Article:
If the distance is manageable and you believe that your daughter would thrive there and have friends then go for it, with one proviso. If you have other younger siblings just remember that there could be a problem getting a place if the school suddenly becomes popular.

LauraRichardson Mon 28-Dec-15 17:53:49

Thanks admission, I had the same thoughts as you and they are due an Ofsted inspection soon. Hopefully another visit to my preferred school will help me decide confused

louisejxxx Tue 29-Dec-15 06:52:54

I would also say go with your gut. Out of interest is the school you prefer also 3-form entry?

bojorojo Tue 29-Dec-15 13:55:27

Your initial reaction is probably the right one. Never discount the fact that many "respected" parents have never experienced a different school, have out of date information and never, ever, would admit they were wrong!!! Also, they may like the chaotic nature of the school. I frequently think posters on this site describe reception classes as badly run playgroups that are nothing like the reception classes I know! I think engaged, happy children who are clearly learning, is what you want to see. I value an orderly atmosphere too. Just make absolutely certain you will get into the 2nd school should you choose it. Make sure you know how the admission works as it is not your nearest school.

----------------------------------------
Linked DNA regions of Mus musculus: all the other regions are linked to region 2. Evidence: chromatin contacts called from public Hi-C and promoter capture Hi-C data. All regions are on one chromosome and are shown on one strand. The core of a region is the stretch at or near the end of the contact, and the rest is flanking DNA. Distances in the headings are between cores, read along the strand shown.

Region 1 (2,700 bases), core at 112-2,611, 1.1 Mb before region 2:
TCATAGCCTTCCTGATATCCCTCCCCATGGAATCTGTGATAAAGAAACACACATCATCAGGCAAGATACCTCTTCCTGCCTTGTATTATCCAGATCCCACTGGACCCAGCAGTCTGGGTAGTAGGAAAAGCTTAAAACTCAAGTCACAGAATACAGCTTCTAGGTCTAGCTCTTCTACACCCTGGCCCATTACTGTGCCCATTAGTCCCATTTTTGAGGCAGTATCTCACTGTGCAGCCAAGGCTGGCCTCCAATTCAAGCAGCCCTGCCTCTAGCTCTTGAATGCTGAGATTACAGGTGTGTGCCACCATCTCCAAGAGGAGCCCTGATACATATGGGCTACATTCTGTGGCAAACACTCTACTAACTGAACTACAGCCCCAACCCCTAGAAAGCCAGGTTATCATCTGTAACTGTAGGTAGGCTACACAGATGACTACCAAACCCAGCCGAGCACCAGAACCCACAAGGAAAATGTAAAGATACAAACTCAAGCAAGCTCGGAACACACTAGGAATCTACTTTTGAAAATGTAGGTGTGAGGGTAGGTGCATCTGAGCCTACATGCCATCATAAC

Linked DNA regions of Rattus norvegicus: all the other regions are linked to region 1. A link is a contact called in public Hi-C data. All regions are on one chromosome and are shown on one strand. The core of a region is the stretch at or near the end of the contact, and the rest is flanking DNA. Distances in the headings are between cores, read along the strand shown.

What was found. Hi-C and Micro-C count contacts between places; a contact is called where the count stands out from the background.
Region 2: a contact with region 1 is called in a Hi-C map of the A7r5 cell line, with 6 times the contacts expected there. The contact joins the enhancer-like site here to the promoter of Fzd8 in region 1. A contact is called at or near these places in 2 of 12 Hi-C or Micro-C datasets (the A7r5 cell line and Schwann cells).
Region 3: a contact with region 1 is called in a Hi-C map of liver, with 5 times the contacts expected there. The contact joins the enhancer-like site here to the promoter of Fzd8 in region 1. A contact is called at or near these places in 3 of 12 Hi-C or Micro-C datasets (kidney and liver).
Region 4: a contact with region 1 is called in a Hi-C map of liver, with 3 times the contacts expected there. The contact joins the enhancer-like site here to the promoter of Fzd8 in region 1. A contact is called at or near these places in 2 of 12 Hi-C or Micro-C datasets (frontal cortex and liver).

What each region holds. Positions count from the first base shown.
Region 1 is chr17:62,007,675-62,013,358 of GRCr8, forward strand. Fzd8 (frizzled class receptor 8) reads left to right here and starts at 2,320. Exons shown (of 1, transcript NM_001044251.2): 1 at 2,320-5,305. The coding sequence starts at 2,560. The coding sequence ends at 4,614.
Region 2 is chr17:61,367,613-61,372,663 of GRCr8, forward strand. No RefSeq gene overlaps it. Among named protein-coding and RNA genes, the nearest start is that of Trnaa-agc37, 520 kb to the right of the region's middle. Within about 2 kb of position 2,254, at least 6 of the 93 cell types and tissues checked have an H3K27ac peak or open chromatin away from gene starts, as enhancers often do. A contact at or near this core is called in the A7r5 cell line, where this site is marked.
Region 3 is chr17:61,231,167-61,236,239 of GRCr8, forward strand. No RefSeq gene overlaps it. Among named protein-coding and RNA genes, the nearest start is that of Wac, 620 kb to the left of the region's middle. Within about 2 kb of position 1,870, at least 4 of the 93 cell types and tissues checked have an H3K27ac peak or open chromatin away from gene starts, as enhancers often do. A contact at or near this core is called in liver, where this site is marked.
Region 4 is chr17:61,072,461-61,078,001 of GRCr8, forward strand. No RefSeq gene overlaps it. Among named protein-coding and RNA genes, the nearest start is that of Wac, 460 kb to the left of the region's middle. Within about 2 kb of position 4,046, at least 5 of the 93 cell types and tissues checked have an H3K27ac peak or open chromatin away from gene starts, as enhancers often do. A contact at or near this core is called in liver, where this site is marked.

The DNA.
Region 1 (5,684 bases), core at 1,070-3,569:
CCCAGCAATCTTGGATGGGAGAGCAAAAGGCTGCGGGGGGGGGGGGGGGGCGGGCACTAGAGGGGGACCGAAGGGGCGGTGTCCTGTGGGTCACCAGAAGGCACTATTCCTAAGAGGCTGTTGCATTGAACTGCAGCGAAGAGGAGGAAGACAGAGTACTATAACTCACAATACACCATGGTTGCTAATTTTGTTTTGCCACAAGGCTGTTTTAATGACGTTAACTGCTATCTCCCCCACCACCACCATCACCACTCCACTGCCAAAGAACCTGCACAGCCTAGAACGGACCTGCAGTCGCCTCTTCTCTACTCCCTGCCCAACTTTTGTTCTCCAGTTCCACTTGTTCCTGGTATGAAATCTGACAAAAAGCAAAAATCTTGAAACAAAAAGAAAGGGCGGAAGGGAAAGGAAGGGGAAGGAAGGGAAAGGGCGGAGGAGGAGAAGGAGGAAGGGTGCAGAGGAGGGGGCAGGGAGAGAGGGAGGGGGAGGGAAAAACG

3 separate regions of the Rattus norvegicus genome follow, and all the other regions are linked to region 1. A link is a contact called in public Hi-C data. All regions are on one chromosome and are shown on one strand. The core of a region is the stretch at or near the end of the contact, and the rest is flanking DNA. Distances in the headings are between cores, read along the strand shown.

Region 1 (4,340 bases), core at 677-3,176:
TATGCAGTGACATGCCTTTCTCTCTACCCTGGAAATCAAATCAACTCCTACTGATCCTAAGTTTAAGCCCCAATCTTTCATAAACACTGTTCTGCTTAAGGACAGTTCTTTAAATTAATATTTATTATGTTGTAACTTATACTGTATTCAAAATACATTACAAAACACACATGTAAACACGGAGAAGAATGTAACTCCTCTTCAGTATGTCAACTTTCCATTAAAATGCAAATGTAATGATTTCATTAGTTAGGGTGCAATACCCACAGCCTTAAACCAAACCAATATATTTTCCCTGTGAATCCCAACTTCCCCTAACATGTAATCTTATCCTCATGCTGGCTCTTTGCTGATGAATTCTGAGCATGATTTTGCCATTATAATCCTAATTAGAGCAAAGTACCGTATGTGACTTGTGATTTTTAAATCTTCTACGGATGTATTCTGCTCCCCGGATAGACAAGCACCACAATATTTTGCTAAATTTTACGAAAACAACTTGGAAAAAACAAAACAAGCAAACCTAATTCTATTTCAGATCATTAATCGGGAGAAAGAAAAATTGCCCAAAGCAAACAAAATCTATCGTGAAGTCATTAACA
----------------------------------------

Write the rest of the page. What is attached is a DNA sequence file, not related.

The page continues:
Inkymess Mon 04-Jan-16 20:42:40

Check admissions data very carefully and check you would get in the school you like. Our very popular 3 form school often has children moving about on their own - off to do tasks, go to music lessons, do project work etc Even in reception they take it in turns to take the register to the office as soon as they are settled in. Don't expect children to be sat still in early years. Ours do a lot of group work and choosing of activities they move between. Our school could look slightly chaotic but it develops very independent learners and get very high results for individual child progress. I would also ask specific questions about your concerns. Living so close to your school has huge advantages

LauraRichardson Wed 06-Jan-16 16:17:57

Thanks all, the one I like is also 3 form entry louisejxxx